The first census in the history of the United States was conducted in 1790, just a year after the inauguration of President George Washington. The census was one of the first tasks Congress instructed the newly formed government to do, complying with Article 1, Section 2 of the U.S. Constitution. Article 1, Section 2 requires the federal government to conduct an official and complete count of the U.S. population every 10 years. Thomas Jefferson, then Secretary of State, ensured that the marshals of the judicial districts conducted the census in all the original 13 States, as well as the districts of Kentucky, Maine, Vermont, and the Southwest Territory (Tennessee). The 1790 census act required enumerators to visit every household. Every single person needed to be counted, including the different enumeration categories: free white males older than 16 years of age, free males under the age of 16, free females, all other free persons, and slaves.

Much like it is used today, the results of the 1790 census were used to apportion congressional seats and funding for government programs. Unfortunately, skepticism, social believes, and inexperienced enumerators caused an inaccurate count of the population. Slaves, for example, counted as only three-fifths of a person, and Native Americans were not yet included in the census. The territory of the United States has drastically changed since the 1790 census, as has our social structure. While the purpose of the census remains the same, usage for census data has grown. Today an accurate count of our population not only determines how many seats each state gets in the House of Representatives, but it helps redraw congressional and state legislative districts. Furthermore, population totals determine the distribution of more than $675 billion in federal funding to state and local governments over the next 10 years. An accurate count will ensure programs like Medicaid, SNAP, public libraries and school lunches are properly funded. Census data is often used to plan for infrastructure projects and services, such as hospitals, schools, construction and maintenance of roads and public safety.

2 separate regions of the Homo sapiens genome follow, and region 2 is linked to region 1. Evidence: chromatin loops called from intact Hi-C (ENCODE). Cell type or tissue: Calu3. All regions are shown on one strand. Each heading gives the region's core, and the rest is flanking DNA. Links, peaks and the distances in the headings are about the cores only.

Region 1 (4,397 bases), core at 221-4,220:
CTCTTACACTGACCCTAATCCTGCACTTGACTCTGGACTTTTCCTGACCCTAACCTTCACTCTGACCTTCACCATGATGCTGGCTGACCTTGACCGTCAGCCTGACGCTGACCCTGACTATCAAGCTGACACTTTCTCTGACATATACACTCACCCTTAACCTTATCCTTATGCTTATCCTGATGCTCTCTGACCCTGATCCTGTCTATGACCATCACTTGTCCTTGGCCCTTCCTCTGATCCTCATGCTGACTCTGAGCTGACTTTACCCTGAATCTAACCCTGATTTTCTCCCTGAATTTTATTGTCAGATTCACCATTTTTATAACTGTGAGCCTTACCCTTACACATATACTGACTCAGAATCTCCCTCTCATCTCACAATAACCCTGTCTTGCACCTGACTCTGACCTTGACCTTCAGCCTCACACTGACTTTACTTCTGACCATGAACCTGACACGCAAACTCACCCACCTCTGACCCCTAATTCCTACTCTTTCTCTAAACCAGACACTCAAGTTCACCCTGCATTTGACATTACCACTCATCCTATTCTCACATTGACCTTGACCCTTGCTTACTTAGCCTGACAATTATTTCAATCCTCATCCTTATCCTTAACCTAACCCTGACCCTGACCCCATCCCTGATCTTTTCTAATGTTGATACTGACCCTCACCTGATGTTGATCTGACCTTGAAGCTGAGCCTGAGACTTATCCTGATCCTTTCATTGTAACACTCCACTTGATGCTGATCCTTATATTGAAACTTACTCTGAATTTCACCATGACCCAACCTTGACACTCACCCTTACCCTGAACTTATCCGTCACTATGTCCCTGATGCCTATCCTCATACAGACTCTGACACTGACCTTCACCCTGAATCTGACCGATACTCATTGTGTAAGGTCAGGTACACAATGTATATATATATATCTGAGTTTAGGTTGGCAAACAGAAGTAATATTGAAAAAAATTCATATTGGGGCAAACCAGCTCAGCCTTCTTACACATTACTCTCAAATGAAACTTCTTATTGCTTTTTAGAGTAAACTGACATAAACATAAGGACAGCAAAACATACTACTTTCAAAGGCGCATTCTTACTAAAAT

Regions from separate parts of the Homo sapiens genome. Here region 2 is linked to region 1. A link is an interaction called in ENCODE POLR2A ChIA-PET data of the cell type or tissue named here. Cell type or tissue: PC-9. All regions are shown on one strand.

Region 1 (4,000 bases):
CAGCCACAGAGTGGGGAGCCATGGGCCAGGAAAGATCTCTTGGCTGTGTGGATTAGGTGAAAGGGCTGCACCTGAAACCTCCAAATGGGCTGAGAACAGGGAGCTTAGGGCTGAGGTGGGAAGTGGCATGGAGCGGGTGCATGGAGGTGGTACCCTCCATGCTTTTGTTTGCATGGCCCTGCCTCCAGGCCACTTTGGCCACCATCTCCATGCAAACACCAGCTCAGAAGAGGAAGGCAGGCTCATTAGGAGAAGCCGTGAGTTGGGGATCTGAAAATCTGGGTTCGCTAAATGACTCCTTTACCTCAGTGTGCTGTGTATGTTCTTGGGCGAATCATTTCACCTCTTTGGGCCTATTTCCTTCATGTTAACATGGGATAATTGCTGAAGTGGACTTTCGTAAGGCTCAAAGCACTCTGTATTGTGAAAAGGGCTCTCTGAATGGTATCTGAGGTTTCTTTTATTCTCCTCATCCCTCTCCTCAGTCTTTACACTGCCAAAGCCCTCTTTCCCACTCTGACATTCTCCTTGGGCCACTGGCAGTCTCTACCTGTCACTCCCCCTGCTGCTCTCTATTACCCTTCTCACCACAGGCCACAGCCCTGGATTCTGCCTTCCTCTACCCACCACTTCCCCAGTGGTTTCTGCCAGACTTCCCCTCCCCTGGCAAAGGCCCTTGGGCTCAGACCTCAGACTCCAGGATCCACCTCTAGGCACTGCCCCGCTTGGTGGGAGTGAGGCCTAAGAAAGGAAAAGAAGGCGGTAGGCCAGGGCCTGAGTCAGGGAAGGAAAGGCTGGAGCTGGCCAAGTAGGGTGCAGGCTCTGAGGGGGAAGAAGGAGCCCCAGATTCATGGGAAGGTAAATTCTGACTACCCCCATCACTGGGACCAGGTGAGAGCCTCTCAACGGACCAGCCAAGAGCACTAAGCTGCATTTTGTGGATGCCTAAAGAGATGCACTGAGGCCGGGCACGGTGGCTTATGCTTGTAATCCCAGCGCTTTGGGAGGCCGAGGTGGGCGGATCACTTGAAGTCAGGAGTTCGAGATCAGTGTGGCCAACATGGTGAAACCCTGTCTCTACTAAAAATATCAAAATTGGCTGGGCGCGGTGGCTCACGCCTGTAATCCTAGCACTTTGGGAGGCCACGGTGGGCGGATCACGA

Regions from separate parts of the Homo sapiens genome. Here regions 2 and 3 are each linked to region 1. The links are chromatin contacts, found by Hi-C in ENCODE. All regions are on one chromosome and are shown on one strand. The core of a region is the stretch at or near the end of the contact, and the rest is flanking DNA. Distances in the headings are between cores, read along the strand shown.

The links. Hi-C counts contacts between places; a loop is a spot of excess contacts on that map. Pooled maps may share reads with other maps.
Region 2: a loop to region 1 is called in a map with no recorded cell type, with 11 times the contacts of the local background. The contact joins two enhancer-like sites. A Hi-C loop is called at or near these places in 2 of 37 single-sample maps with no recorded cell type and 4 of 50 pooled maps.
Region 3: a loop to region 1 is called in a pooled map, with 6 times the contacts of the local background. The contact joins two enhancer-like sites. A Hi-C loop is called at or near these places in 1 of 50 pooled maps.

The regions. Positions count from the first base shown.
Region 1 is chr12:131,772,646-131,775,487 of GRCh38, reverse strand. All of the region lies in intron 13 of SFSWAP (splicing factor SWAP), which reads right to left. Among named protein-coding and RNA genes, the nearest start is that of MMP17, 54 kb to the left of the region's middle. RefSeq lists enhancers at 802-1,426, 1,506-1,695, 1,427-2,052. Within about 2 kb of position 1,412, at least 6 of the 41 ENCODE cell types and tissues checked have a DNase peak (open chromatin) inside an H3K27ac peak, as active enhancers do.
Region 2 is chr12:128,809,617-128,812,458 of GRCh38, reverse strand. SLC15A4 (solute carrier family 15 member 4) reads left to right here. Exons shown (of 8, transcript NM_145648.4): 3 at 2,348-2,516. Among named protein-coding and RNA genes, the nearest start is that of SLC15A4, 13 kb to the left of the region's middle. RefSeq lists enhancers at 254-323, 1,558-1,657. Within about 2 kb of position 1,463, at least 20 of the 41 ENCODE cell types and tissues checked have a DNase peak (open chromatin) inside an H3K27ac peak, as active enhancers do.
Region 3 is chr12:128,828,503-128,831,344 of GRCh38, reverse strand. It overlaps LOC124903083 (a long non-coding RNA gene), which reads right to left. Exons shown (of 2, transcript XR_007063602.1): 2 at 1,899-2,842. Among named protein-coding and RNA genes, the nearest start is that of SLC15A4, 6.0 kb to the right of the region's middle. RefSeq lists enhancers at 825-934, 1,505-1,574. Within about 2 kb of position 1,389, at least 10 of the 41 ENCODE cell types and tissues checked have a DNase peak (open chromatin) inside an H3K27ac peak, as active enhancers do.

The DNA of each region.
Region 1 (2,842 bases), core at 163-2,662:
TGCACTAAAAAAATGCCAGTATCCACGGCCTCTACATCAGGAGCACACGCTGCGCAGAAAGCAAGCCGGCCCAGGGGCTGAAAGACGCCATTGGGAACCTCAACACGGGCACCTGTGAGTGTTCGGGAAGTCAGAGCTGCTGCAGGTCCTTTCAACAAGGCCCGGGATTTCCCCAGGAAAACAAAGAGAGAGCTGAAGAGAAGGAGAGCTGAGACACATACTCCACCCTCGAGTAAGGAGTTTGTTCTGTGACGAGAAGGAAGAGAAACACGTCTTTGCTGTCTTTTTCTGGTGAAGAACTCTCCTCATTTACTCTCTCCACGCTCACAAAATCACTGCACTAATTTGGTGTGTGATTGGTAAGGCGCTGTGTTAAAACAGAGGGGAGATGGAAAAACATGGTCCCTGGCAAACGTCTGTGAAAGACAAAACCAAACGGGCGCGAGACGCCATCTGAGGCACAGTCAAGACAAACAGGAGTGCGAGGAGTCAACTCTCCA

America’s founding fathers understood the importance of the census. As dictated by our constitution, it is our civic responsibility to participate. Census results will affect our country for the next decade. A complete and accurate count of our population will shape the future and well-being of our communities.

Blanca Soto is the southwest Kansas campaign director for the Kansas Appleseed Center for Law and Justice and a member of the Kansas Complete Count Committee.